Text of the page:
There are also architectural benefits to not deleting data. The storage system becomes an append-only architecture. Append-only architectures typically distribute and scale more easily than updating architectures because there are fewer locks to deal with.
A common performance optimization is the use of “horizontal partitioning” (or “sharding”), where the same schema will exist in many places and a key within the data will determine in which place the data exists.
One problem with horizontal partitioning with an RDMS is that it is necessary to define the key with which the partitioning should operate. This problem goes away when using events. Aggregate IDs are the only partition point in the system. No matter how many aggregates exist or how they may change structures, the aggregate ID associated with events is the only partition point in the system. Horizontally partitioning an Event Store is a simpler process.
When dealing with a stereotypical system utilizing an RDMS it can be complex to figure out what has changed within the aggregate. Many tools have been built to help alleviate the pain that arises from this task but is the need for a tool a sign of a bigger problem?
Most Object-relational mapping (ORM) tools figure out the changes that occurred within a graph . They do this by maintaining two copies of a given graph. The first held in memory and the second for applications to interact with. When it’s time to save, the database logic traverses the graph that the code has interacted with and uses the copy of the original graph to determine what has changed while the graph was in use by the code. These changes are then saved to the data storage system.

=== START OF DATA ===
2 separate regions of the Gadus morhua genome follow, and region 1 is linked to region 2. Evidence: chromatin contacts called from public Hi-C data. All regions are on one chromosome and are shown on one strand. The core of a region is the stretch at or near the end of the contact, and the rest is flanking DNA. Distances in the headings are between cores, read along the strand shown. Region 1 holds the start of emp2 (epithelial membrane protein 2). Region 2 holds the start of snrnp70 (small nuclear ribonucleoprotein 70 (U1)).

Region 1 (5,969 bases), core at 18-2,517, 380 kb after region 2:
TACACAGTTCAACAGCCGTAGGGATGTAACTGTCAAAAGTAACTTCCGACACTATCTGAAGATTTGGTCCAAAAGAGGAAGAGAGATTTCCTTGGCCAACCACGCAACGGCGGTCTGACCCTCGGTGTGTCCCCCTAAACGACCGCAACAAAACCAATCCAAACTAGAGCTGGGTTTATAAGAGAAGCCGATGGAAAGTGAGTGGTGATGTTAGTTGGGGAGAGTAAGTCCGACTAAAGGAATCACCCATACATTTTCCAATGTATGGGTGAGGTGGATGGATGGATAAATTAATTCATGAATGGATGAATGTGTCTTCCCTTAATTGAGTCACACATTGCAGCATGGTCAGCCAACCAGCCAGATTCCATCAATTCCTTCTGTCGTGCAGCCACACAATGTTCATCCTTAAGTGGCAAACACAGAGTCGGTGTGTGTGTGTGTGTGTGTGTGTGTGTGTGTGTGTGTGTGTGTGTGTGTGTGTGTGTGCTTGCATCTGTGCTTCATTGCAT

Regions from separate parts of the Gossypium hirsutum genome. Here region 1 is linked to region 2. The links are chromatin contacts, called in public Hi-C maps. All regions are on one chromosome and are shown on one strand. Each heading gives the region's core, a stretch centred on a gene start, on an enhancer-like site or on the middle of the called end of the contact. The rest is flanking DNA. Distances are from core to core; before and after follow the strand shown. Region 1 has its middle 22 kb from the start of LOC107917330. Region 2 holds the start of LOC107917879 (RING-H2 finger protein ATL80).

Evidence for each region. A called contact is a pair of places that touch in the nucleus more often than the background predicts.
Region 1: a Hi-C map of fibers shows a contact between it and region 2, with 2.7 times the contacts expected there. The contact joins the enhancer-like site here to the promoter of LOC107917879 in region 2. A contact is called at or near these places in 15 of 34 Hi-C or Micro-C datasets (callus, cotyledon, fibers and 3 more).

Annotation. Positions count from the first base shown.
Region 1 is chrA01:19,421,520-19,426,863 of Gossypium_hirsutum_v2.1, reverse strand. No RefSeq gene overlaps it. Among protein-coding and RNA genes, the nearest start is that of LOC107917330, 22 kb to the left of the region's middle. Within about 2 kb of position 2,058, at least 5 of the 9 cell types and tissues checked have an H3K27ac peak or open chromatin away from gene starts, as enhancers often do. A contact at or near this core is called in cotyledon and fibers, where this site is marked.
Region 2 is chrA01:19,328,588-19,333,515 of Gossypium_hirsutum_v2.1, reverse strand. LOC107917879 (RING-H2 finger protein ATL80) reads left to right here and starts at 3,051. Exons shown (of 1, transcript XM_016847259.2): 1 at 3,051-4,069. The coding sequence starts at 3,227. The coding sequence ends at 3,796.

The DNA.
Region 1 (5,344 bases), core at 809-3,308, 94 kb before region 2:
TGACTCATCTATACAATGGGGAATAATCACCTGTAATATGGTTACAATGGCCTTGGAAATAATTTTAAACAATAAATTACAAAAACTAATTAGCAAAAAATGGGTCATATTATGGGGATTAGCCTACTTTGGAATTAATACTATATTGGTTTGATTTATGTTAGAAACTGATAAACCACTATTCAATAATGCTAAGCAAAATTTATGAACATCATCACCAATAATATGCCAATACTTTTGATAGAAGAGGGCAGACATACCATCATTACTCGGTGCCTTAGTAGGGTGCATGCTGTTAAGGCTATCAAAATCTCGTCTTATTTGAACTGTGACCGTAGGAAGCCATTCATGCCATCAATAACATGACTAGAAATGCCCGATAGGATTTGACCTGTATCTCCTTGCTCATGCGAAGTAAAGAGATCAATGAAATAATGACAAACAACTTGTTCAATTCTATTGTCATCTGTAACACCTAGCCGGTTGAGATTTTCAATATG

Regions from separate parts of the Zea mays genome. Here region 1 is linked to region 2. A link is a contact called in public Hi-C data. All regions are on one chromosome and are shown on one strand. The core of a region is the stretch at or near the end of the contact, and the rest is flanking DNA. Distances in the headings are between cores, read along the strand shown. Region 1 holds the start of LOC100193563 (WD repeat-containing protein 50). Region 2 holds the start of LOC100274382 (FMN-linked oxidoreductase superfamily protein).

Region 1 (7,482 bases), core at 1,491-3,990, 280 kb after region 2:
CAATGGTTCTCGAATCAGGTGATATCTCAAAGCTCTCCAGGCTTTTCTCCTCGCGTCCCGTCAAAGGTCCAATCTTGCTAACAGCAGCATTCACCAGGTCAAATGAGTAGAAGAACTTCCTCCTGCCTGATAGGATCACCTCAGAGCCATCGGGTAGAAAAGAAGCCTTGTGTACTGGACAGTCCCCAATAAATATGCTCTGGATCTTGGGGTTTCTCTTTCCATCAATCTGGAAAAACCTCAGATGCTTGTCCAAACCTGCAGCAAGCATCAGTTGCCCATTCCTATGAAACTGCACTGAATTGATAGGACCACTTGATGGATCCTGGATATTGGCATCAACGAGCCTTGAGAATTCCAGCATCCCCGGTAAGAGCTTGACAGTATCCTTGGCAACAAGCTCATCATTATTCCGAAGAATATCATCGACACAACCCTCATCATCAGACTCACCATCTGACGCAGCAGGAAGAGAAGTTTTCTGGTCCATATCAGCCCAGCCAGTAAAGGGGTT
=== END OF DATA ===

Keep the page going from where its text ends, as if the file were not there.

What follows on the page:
In a system that is Domain Event centric, the aggregates are themselves tracking strong events as to what has changed within them. There is no complex process for comparing to another copy of a graph. Instead simply ask the aggregate for its changes. The operation to ask for changes is far more efficient than having to figure out what has changed.
A similar issue exists when loading objects. Consider the work that involved with loading a graph of objects in a stereotypical relational database backed system. Often there are many queries that must be issued to build the aggregate. To help minimize the latency cost of these queries many ORMs have introduced a heuristic of “Lazy Loading” also known as “Delayed Loading”, where a proxy is given in lieu of the real object. The data is only loaded when some code attempts to use that particular object.
Lazy loading is useful because often a given behavior will only use a certain portion of data out of the aggregate and it prevents the developer from having to explicitly represent which data that is while reducing the cost of the loading of the aggregate. It is this need for reducing cost that shows a problem.
Aggregates are considered as a whole represented by the Aggregate Root. Conceptually an Aggregate is loaded and saved in its entirety. Evans, 2001
Conceptually it is much easier to deal with the concept of an aggregate loaded and saved in its entirety. The concept of lazy loading is not a trivial one and especially when optimizing use cases. The heuristic is needed because loading full aggregates from a relational database is operationally too slow.
When dealing with events as a storage mechanism things are different. There is one thing stored, events. Load all the events for an aggregate and replay them. There can only ever be a single query on the system. There is no need to attempt to implement things like lazy loading.